For Muhammad Ali, it was the day someone stole his bike. For Sebastian Coe, it was watching the 1968 Olympics on television at school. Triggers and turning points are prominent in the story of every champion. And Mo Farah has had more than most.
At 29, Farah carried the hopes of a nation around the 25 lung-bursting laps of the track in the 10,000m final as he raced to gold. Ahead of him stands the chance to make history by doing it again in the 5,000m. Behind him, a journey studded with sacrifice, adversity and despair. Farah’s route to the Games has taken him around the globe and across a planet of emotion.
His Olympic year began in Kenya, in a training camp in the highlands of the Great Rift Valley province. The base was in Iten, a small town 150 miles north-west of Nairobi, where life is spartan and distractions are few. An arch spanning the only tarmac road running through the town says, “Welcome to Iten, Home of Champions”.
The culture and traditions of Iten are best represented by St Patrick’s High School, where the athletics programme has been run for 36 years by the Irish missionary and retired geography teacher Brother Colm O’Connell. He has nurtured four Olympic gold medallists and 25 world champions.
At any time on any day, there will be world-class talent pounding the dusty trails and paths at high altitude, hoping to add their names to the illustrious list that includes David Rudisha, who won Olympic gold over 800m on Thursday night in a new world record time.
When I met him there, Farah was deep in training. “My room is basic: a bed, no TV. I wake up, run, have breakfast, sleep, gym in the afternoon, another run in the evening. That’s it, nothing else. No going to the café, no going for coffee. I just eat, sleep and train.” His exertions began at 7am each day. “When you get out on the roads and trails, there are big groups of locals running everywhere. They all run with great hunger. They know if they don’t, their families don’t eat.”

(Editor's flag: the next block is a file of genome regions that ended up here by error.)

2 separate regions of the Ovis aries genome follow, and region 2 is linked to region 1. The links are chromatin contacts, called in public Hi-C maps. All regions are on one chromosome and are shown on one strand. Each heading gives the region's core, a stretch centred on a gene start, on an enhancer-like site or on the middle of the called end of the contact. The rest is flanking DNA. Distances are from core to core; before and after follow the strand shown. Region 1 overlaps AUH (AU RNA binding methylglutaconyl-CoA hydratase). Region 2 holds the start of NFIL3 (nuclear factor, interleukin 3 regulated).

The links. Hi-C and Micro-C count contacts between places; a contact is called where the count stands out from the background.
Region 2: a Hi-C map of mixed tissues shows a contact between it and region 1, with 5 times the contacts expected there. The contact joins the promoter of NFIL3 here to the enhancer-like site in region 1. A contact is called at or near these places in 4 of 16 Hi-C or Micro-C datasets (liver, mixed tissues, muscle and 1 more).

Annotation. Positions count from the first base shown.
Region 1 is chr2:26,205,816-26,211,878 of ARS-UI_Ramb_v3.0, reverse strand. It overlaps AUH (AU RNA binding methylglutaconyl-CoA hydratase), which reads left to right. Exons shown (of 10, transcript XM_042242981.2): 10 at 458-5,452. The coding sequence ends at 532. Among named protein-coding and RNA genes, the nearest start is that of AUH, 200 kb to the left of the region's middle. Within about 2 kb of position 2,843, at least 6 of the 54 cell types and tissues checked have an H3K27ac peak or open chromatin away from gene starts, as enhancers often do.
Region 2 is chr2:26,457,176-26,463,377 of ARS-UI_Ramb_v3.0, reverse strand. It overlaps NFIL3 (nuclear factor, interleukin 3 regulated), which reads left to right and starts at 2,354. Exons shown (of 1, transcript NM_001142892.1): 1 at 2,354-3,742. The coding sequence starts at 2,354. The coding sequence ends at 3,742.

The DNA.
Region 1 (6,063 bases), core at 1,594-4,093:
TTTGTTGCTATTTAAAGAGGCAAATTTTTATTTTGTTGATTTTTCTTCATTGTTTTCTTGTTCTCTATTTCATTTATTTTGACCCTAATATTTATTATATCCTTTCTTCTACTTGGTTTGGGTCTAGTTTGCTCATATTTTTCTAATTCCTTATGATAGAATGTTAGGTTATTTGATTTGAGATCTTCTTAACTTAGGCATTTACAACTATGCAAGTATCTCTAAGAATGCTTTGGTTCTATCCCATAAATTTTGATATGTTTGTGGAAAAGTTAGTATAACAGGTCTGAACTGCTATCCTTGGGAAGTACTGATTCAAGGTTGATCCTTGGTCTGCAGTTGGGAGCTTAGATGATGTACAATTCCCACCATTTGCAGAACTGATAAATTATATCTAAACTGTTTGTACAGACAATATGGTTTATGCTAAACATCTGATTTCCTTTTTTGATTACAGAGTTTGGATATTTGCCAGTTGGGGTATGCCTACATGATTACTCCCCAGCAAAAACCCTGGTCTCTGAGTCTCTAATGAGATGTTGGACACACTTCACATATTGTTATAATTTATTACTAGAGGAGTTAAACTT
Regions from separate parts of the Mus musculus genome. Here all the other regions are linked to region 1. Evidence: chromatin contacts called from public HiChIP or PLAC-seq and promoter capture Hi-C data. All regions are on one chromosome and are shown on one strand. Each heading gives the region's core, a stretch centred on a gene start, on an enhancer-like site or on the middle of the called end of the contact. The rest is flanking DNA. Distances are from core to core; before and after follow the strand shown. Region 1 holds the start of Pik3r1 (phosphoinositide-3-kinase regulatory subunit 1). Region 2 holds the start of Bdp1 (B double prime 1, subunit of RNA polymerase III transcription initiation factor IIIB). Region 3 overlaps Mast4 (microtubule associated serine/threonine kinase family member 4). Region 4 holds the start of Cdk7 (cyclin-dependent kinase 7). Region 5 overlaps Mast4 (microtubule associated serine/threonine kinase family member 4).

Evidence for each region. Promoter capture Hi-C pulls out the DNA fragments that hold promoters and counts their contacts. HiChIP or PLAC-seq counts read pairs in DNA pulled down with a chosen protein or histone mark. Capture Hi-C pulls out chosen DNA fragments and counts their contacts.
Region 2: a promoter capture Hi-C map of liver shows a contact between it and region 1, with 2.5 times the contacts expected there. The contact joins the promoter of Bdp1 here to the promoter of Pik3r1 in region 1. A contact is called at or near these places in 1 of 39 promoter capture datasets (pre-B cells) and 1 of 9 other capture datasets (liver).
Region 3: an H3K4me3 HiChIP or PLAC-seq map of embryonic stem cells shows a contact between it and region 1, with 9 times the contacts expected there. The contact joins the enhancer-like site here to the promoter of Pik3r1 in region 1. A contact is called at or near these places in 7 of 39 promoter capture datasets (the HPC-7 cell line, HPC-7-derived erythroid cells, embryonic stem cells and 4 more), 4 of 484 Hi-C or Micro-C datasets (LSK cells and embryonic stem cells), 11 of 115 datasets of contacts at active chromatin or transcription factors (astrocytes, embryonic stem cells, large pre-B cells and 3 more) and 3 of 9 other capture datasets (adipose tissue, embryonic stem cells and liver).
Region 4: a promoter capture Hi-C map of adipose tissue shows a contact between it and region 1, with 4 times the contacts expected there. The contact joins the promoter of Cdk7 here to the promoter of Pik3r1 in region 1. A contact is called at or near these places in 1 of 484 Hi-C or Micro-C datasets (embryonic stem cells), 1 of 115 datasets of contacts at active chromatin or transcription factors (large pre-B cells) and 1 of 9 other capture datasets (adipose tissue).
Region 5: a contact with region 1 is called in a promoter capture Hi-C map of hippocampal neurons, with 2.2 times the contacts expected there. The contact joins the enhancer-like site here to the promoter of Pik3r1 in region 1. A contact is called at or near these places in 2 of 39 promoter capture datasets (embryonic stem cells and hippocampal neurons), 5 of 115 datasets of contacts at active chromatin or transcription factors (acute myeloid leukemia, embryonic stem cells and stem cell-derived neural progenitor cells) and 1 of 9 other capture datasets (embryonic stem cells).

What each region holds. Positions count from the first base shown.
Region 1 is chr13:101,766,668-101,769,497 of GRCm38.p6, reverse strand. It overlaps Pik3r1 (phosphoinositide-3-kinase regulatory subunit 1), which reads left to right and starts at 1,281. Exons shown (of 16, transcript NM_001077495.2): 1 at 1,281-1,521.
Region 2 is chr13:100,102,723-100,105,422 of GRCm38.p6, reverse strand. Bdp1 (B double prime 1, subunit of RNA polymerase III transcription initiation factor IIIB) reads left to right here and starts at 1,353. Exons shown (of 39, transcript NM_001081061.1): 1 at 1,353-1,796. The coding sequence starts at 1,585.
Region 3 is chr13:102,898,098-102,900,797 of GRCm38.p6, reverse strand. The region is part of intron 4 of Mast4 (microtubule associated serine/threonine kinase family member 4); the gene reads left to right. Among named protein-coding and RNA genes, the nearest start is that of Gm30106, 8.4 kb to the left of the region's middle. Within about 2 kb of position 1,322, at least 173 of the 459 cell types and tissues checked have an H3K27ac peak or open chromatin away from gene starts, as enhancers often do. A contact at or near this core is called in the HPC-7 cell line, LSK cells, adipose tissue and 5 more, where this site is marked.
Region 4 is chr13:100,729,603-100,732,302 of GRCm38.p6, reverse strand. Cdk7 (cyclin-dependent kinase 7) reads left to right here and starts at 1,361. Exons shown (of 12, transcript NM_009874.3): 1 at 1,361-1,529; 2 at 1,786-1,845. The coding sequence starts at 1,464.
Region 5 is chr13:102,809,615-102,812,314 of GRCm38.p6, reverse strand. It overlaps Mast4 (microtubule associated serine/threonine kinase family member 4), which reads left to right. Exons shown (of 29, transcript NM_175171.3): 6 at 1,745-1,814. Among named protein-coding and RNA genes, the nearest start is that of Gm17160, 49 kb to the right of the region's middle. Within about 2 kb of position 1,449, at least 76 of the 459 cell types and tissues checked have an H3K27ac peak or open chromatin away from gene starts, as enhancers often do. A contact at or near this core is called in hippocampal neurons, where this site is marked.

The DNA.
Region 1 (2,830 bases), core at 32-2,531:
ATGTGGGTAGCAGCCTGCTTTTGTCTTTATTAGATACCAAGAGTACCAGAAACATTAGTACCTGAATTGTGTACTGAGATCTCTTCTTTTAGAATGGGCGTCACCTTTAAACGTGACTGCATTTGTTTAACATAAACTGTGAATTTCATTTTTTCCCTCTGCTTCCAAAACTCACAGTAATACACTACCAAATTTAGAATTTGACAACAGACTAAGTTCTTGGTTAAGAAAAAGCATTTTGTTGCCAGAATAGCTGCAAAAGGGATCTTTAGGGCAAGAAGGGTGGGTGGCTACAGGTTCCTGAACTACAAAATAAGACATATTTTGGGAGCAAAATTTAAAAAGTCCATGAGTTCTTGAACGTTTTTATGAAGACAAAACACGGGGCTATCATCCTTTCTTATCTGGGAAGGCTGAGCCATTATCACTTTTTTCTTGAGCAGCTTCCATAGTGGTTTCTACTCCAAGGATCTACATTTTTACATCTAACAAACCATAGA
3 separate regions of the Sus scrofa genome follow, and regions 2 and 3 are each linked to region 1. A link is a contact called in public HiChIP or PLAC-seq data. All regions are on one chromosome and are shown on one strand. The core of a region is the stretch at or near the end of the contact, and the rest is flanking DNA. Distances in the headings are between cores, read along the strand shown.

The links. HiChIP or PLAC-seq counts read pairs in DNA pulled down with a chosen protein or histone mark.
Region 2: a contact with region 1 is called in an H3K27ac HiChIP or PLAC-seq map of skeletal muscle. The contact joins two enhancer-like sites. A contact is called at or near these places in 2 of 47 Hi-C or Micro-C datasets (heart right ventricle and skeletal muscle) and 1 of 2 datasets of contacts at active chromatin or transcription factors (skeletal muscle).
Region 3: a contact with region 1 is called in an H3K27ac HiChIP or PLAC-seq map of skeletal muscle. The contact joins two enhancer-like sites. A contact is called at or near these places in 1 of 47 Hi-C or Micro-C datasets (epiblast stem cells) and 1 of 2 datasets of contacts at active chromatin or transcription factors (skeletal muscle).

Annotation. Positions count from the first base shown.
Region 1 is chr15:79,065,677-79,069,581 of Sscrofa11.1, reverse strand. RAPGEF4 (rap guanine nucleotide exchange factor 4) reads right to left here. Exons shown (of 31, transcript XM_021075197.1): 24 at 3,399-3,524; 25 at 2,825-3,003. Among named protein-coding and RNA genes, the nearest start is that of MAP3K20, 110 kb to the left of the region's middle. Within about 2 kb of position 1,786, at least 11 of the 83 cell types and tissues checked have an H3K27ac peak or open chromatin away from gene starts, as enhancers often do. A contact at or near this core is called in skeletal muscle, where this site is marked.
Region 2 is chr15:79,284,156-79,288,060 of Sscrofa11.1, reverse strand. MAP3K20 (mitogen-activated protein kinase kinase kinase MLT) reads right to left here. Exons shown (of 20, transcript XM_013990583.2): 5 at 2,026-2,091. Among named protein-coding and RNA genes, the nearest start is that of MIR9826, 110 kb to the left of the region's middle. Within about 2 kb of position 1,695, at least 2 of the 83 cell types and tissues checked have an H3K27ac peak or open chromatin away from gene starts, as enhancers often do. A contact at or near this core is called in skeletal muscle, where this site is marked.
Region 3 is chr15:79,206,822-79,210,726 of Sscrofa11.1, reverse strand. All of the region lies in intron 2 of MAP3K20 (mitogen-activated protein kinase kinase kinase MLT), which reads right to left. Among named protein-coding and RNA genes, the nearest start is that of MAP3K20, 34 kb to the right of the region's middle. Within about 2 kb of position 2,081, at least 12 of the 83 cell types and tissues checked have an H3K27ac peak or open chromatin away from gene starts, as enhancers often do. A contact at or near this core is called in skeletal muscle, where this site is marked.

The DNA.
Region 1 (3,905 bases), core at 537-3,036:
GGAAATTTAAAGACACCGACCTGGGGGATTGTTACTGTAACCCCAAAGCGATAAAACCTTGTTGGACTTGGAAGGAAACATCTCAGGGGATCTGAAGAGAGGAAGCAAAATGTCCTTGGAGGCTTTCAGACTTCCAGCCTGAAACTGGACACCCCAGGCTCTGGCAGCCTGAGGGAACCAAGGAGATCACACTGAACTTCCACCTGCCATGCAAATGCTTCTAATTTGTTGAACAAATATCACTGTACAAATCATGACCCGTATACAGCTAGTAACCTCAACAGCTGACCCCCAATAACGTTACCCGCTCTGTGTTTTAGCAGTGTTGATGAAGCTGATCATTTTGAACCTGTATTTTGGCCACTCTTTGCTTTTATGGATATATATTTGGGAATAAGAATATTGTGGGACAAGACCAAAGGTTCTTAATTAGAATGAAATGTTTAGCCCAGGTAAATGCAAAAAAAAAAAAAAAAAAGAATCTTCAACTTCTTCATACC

The main meal each day was ugali, a porridge-like dish made largely of maize. At other times, there were portions of chicken, spinach and rice. Luxuries, like his family, became strangers.
His daughter, Rhianna, cried as he packed his bags to leave for Africa. Six-year-olds are not easily convinced about the need for Daddy to be away from home for so long, whatever the ultimate goal. His wife, Tania, a west-London girl whom he met at school, has described herself as an athletics widow. At such times, Farah has to grow skin as tough as the rhino grazing at the lakeside down the valley. “It’s not easy leaving the family behind. But it’s what you have to do.”
Upheaval has become commonplace. Having failed to reach the Olympic final in the 5,000m in Beijing four years ago, a setback he recalls as the biggest disappointment of his career, Farah took stock. To change his career, he would have to change his life.
He has been to Kenya every year since, but those are short stints. Early last year, he moved with the family from London to Oregon on the US west coast, to a place called Eugene that’s been dubbed Track Town. The main reason was to link up with Cuban-born coach Alberto Salazar, three times a winner of the New York marathon and revered as a guru of running.
At the time, Farah was a double European champion, but London 2012 presented an opportunity like no other. “I could easily have stayed in the UK with my family in a nice house,” says Farah, “but I was willing to take a risk.” Friends – and regular football on TV – would have to be left behind.
Over the past decade and more, Salazar has lifted the standards of distance running in the USA and helped to restore a belief that the East Africans are not invincible. Farah approached him after winning his European 5,000m and 10,000m double in Barcelona in July 2010 and the pair linked up in Oregon seven months later.